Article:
Israeli Arab journalist Khaled Abu Toameh knows firsthand that foreign correspondents routinely send back reports that are wildly prejudicial against Israel. He spoke to HonestReporting Canada cofounder and chairman Jonas Prince in an April 25 webinar. (screenshot)
Western reporters “parachute” into Israel and routinely send back reports that are wildly biased against Israel, while ignoring panoramic human rights violations and corruption in the Palestinian territories. This is the firsthand observation of an Arab Israeli journalist with decades of experience shepherding foreign reporters around the region.
Khaled Abu Toameh is a senior distinguished fellow at the Gatestone Institute. For almost two decades, he has been a reporter on Palestinian affairs for the Jerusalem Post. He spoke to a Canadian audience April 25, in a webinar presented by HonestReporting Canada, an organization promoting fairness and accuracy in Canadian media coverage of Israel and the Middle East. He was interviewed by the organization’s cofounder and chairman, Jonas Prince.
“It’s not about being pro-Israel or pro-Palestine,” Toameh said. “It’s about telling the truth. Being able to … portray a balanced picture to your readers.”
Toameh has worked with hundreds of international reporters and journalists, helping guide them around the complexities of the conflict between Israelis and Palestinians. But, he said, complexity is not something for which many journalists are looking.
“I would say that most of them, the majority, they look at this conflict as a conflict between good guys and bad guys,” he said. “The good guys are the poor Palestinians and the bad guys are Israel…. Some of them come to this part of the world already with this perception and it’s like, Khaled, please don’t confuse us with the facts.”
Many of these journalists wake up in the morning and search for any story that reflects negatively on Israel, he said.
“Why is it that many of these journalists turn a blind eye to corruption in the Palestinian Authority, to lack of freedom of speech under the Palestinian Authority in the West Bank and under Hamas in Gaza? These are questions that we need to ask,” he said.
If, during the Oslo process, Western media had more broadly reported the misuse of billions in foreign aid to Palestine, Toameh said, Western governments might have been pressured to hold Yasser Arafat and other leaders to account.
“Only a few journalists did,” he said. “Yasser Arafat got away with the corruption. He deprived his people of the international aid. That played into the hands of Hamas and look where we are now. It’s a total mess.”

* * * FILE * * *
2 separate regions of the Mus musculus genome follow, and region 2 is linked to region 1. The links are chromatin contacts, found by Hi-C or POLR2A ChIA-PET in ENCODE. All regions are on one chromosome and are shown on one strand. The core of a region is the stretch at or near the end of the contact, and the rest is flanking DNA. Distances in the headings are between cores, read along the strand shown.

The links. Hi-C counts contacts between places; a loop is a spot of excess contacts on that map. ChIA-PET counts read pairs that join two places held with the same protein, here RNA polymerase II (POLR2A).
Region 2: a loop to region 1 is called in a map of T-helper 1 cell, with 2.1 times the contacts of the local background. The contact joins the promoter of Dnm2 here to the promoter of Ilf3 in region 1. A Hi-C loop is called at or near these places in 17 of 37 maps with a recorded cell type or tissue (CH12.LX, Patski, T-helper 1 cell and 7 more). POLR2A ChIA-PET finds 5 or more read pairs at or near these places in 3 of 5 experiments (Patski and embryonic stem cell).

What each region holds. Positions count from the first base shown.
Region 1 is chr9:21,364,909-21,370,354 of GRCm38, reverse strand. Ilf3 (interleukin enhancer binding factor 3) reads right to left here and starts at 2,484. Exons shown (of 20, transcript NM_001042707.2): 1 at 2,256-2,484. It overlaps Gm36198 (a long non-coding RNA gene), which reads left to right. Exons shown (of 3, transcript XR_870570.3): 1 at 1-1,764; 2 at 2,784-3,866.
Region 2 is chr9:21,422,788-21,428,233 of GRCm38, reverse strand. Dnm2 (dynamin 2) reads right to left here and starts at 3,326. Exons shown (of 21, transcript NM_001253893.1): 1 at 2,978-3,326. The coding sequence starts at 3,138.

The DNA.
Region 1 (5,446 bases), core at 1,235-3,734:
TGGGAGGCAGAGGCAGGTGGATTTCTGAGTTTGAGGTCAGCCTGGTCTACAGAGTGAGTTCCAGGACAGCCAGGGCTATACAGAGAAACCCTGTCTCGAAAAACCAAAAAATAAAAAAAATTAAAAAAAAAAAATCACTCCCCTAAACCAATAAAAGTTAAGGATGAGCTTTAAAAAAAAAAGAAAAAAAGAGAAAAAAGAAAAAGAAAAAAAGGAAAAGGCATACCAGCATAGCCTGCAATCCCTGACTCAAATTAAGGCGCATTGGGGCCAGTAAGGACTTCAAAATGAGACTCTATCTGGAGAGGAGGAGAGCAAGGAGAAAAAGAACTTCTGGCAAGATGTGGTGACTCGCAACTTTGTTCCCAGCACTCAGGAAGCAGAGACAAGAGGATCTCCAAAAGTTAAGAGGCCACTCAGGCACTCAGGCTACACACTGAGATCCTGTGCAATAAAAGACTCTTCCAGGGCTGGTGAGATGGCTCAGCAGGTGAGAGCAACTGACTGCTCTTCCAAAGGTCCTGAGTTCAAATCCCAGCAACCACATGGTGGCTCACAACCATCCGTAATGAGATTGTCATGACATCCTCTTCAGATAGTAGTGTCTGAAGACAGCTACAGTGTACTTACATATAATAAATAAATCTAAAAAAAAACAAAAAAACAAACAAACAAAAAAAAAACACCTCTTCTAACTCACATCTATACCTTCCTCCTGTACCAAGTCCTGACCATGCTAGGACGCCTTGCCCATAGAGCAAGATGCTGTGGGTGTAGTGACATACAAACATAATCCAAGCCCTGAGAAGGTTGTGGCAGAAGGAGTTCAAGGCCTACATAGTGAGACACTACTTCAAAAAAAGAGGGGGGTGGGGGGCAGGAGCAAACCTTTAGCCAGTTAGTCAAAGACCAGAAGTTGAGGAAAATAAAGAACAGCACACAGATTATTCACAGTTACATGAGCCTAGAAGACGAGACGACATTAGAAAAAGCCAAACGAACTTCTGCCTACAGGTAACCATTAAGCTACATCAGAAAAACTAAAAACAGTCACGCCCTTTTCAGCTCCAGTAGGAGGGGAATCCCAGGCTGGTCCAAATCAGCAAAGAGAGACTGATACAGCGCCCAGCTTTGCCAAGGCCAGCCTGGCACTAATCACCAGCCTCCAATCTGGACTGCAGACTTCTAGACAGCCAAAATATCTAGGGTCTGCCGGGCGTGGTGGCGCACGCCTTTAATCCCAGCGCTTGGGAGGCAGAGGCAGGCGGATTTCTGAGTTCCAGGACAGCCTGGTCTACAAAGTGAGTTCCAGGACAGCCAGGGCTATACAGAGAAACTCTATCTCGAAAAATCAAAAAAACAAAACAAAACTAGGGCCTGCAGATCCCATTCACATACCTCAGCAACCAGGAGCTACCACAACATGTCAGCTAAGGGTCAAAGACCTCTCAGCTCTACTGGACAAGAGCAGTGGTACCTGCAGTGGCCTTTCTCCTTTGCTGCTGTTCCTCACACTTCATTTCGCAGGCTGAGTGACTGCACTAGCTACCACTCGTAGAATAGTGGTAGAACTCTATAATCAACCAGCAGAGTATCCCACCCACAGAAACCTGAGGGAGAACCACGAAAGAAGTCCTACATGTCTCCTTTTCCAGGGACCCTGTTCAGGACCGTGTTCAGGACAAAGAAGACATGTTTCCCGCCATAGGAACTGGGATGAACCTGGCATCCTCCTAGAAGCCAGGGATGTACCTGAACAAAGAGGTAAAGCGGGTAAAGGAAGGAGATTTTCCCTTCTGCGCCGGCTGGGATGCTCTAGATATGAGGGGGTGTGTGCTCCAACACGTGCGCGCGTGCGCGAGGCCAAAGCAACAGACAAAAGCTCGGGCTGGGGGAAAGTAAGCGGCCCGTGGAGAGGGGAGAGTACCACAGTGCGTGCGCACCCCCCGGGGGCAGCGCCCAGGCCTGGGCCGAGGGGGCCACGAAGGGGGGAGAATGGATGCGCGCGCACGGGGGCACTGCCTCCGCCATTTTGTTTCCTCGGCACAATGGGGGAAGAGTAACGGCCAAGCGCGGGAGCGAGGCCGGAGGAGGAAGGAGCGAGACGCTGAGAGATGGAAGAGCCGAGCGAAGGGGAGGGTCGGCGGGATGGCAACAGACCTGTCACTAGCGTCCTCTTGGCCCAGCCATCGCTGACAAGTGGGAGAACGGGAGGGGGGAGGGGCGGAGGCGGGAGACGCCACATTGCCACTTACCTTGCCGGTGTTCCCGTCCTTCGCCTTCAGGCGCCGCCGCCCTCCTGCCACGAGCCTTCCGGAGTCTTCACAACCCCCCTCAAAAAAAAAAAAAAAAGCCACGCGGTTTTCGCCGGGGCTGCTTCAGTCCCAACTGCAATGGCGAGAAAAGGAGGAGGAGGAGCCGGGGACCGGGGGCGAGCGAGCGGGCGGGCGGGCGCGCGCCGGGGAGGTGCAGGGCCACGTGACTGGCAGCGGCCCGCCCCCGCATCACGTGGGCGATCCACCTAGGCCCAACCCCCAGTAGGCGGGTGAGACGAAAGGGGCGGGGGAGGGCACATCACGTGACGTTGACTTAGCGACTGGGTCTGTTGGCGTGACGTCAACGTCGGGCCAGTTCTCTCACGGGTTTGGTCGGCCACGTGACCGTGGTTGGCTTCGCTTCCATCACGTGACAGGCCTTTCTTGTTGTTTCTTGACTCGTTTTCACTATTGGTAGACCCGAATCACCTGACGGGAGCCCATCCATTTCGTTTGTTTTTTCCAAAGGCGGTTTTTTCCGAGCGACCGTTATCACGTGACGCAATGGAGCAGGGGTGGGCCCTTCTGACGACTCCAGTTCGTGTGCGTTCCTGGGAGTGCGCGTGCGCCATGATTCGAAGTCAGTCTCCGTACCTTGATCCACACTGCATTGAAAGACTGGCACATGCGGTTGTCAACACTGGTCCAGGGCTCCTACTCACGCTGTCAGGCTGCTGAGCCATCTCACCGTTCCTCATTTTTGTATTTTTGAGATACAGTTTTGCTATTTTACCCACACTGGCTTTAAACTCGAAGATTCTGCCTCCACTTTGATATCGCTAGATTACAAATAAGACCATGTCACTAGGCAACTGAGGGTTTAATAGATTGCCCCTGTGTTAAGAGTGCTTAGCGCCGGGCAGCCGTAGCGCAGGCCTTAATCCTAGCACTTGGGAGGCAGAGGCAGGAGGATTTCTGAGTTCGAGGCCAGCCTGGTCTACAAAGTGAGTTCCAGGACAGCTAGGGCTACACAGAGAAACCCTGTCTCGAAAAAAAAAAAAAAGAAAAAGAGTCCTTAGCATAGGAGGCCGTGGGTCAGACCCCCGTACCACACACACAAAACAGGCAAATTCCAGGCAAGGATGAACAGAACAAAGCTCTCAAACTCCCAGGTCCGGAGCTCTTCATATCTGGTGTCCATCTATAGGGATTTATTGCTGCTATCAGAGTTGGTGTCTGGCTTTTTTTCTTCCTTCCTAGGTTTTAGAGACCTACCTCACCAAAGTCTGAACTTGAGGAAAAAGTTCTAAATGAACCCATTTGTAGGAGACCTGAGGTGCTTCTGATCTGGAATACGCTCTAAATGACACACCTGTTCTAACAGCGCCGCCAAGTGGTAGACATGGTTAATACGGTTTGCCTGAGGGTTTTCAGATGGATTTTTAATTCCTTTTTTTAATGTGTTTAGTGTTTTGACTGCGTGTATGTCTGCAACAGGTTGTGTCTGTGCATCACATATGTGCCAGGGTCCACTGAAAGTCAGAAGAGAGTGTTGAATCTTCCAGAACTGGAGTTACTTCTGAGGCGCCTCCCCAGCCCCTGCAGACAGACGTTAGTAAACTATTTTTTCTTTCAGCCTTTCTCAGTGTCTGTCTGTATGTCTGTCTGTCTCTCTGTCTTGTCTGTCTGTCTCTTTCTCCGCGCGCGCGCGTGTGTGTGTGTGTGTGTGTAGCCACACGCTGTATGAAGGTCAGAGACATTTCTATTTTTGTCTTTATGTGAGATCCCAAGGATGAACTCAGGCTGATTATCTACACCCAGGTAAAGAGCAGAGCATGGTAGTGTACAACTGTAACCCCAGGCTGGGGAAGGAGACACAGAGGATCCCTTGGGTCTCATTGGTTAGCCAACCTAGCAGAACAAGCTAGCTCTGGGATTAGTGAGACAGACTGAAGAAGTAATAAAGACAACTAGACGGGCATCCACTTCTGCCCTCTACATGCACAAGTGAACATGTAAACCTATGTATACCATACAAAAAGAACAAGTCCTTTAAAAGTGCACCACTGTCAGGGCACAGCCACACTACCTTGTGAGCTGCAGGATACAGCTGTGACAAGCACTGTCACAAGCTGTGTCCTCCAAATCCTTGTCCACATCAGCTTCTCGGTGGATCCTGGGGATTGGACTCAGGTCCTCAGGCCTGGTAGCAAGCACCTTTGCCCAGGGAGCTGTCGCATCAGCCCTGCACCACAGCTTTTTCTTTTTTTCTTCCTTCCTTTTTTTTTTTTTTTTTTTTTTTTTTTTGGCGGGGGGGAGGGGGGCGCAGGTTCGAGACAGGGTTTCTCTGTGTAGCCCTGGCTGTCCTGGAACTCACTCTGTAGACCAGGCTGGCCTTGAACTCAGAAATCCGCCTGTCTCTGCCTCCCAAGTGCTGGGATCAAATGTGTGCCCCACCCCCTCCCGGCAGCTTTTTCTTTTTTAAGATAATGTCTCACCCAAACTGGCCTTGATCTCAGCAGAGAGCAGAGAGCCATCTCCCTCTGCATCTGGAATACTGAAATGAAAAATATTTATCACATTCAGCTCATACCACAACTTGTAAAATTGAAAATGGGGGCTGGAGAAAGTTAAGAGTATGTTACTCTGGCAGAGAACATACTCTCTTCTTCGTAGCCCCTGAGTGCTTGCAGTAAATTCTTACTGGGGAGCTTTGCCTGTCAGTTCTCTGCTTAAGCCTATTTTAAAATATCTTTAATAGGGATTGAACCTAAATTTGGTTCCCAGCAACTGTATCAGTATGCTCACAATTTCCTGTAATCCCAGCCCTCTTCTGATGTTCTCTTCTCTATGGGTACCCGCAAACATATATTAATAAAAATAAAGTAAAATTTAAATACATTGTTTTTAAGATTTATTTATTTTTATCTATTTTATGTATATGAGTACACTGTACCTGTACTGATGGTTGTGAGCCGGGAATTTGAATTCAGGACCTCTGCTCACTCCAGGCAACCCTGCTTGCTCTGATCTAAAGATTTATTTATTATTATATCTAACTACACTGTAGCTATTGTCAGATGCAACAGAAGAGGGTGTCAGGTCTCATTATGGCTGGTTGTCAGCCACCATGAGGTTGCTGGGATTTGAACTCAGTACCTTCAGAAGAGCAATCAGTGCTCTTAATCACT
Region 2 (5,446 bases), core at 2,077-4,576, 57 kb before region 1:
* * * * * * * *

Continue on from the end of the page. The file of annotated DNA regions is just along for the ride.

Toameh said some foreign reporters tell him that they are afraid.
“We can’t report [about Palestinian corruption] because we need to go back to Ramallah, we need to go back to Gaza, it’s dangerous,” Toameh paraphrased. “I tell them, excuse me, if anyone should be afraid, it’s me, the local Arab journalist who is living here. You guys have embassies, you have consulates, you have your own governments that will protect you. Secondly, why are you going to cover a conflict if you’re going to allow yourselves to be intimidated by one party? You will never be able to do your job. You need to quit journalism and go find yourself another job.”
He added: “Ironically, some of these journalists sometimes tell me, we can’t report anything that reflects negatively on the PLO, Hamas, because it’s not like Israel, it’s not a democracy.”
Other, less physical, fears also inhibit balanced reporting, Toameh said.
“Some of the foreign journalists are afraid that, if they report positive stories about Israel, they will be accused of working for the Jewish lobby or they will be accused of being Zionist agents or they will be accused of being anti-Palestinian or propagandists,” he said. “That’s how it is. That’s the last thing they want. But there are many good stories out here. There is no shortage of good stories. The question we always need to ask ourselves is, who wakes up in the morning and decides what the story is? Who sets the agenda?”
Some of the reporters, whom Toameh calls “parachute journalists,” arrive preprogrammed with false information.
“I’ve met other journalists who have asked me to take them to see the mass graves in Jenin where Jews massacred thousands of Palestinians in 2002,” he said, referring to a false report of a mass killing, a lie that remains today, unaltered, on the website of the BBC. “You can’t send someone who is covering sports in France to do stories over here. It doesn’t work like that.”